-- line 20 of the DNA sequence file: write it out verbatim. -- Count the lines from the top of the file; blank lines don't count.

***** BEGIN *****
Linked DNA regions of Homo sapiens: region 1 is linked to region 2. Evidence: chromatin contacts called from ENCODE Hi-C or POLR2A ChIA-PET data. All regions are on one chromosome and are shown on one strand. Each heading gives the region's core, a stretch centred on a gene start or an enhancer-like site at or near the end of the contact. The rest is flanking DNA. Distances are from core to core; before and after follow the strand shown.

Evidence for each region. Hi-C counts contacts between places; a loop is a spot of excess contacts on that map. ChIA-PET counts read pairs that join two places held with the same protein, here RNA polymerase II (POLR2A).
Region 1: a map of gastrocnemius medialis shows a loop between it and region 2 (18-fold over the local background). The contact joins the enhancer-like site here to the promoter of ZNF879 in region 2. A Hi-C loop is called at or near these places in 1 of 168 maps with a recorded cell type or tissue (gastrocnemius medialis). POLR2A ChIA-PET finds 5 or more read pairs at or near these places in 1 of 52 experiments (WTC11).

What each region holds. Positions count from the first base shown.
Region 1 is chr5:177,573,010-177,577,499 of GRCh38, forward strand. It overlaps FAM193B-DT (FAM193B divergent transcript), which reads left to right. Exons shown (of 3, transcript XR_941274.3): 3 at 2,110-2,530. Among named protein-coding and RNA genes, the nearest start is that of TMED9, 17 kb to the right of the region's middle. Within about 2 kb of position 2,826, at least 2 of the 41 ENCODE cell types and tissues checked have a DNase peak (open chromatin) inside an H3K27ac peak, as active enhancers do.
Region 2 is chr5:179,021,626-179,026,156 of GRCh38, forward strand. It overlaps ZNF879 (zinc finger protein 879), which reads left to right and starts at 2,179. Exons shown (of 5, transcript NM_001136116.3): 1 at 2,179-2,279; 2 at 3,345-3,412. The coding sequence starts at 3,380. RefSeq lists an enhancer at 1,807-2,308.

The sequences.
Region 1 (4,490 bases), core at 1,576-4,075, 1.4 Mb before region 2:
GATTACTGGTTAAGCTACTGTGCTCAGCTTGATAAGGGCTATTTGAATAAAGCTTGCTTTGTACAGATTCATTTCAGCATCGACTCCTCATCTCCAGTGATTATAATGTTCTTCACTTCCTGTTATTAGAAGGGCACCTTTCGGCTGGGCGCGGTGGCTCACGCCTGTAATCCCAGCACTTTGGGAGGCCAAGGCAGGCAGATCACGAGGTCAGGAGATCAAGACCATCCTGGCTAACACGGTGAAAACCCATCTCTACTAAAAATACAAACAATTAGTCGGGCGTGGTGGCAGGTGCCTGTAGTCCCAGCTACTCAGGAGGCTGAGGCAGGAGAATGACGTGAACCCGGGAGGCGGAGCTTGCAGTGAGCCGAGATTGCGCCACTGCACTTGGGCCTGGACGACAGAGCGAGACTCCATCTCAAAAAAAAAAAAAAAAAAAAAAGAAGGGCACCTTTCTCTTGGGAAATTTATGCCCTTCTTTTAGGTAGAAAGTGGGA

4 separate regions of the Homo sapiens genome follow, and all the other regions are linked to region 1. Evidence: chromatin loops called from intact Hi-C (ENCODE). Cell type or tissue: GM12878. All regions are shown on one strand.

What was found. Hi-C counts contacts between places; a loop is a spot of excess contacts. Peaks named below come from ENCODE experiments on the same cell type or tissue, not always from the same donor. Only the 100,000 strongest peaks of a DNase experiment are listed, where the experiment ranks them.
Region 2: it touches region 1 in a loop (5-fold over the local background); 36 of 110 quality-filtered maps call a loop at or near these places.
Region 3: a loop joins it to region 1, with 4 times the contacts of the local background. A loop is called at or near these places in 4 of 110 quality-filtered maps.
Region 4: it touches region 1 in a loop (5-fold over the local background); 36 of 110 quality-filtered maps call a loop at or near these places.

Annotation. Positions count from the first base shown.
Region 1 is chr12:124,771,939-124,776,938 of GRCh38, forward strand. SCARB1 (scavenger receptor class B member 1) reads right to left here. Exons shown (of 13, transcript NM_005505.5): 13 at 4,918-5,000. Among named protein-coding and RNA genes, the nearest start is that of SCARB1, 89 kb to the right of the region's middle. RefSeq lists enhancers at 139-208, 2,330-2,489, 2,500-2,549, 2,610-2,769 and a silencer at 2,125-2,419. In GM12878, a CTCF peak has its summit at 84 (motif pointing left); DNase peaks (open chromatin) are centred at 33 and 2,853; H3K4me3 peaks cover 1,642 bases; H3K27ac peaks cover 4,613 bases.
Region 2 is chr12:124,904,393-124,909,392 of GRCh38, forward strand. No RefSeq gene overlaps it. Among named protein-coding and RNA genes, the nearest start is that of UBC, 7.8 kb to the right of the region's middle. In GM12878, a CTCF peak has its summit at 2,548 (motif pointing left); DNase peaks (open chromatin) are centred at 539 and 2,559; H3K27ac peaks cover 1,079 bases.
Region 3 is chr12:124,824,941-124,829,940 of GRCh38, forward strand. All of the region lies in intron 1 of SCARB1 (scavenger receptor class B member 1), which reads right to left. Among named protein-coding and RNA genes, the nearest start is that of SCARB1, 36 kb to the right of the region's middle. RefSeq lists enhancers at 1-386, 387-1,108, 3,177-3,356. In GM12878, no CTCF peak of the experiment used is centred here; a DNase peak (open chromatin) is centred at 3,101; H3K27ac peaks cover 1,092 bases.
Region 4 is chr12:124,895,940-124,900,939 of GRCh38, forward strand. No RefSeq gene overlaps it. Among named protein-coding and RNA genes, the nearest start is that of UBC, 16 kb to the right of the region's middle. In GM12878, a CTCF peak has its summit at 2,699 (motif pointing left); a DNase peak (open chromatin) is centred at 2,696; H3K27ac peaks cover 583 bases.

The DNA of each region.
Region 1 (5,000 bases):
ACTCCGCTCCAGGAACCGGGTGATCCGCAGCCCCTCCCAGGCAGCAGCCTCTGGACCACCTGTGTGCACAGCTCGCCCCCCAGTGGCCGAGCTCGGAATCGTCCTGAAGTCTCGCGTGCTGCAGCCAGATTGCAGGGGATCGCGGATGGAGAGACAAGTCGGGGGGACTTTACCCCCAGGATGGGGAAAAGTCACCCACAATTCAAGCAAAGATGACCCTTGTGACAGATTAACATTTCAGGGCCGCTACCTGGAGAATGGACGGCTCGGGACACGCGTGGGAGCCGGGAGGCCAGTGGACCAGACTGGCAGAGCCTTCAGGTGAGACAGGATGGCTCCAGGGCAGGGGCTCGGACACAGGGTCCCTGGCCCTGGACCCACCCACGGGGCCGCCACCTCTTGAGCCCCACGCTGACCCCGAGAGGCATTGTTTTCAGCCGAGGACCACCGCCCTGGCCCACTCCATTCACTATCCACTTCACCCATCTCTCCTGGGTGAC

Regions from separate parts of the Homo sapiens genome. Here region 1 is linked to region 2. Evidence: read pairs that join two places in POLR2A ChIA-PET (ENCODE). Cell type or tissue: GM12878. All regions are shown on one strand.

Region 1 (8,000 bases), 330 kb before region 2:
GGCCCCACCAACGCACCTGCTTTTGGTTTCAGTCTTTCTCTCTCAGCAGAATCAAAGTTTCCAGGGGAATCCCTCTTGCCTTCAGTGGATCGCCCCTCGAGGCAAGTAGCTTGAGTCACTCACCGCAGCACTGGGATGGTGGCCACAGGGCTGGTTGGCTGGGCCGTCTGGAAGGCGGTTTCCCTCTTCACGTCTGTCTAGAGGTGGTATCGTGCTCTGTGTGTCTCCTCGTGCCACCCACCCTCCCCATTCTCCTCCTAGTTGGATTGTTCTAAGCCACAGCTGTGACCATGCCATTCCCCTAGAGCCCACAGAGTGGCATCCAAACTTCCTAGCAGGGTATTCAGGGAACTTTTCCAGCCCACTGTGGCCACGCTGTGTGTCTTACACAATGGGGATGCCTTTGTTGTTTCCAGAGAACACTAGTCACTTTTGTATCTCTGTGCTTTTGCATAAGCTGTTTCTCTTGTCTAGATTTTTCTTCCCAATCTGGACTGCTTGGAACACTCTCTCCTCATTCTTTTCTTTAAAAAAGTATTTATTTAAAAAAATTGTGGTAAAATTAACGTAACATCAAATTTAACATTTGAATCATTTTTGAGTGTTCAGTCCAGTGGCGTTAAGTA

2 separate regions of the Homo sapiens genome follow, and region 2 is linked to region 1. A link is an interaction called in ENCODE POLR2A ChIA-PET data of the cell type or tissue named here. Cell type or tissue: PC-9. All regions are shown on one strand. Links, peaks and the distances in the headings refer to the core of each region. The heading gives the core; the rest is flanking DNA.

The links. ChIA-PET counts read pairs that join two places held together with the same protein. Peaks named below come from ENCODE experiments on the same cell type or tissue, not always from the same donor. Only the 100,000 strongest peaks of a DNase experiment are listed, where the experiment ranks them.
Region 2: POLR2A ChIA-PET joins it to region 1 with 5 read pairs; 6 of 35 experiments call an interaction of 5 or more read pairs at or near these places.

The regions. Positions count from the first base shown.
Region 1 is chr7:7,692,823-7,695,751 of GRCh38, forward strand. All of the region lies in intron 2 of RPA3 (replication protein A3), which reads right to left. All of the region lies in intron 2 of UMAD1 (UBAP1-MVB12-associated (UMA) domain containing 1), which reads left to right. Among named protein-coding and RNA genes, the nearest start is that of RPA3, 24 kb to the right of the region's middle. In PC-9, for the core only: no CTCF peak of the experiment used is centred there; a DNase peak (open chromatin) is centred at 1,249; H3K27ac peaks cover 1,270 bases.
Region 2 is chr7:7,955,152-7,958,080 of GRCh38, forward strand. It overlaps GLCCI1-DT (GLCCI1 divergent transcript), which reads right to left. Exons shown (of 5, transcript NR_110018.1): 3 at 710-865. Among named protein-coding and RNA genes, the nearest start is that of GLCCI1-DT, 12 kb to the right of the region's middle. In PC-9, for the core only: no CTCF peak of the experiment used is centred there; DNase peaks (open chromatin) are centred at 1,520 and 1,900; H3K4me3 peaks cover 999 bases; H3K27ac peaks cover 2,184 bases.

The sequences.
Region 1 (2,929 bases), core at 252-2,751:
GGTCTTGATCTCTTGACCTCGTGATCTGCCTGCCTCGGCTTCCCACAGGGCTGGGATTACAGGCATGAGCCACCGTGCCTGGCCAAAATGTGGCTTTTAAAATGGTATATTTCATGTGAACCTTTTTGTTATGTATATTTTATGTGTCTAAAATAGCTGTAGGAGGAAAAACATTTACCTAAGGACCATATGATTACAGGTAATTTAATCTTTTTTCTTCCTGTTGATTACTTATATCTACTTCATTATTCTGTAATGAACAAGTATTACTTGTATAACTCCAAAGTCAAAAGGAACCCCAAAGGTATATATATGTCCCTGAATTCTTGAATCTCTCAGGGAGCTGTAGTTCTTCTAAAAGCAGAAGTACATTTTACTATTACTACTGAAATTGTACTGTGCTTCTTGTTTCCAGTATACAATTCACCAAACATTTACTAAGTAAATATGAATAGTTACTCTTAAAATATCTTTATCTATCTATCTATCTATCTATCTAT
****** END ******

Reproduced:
The DNA of each region.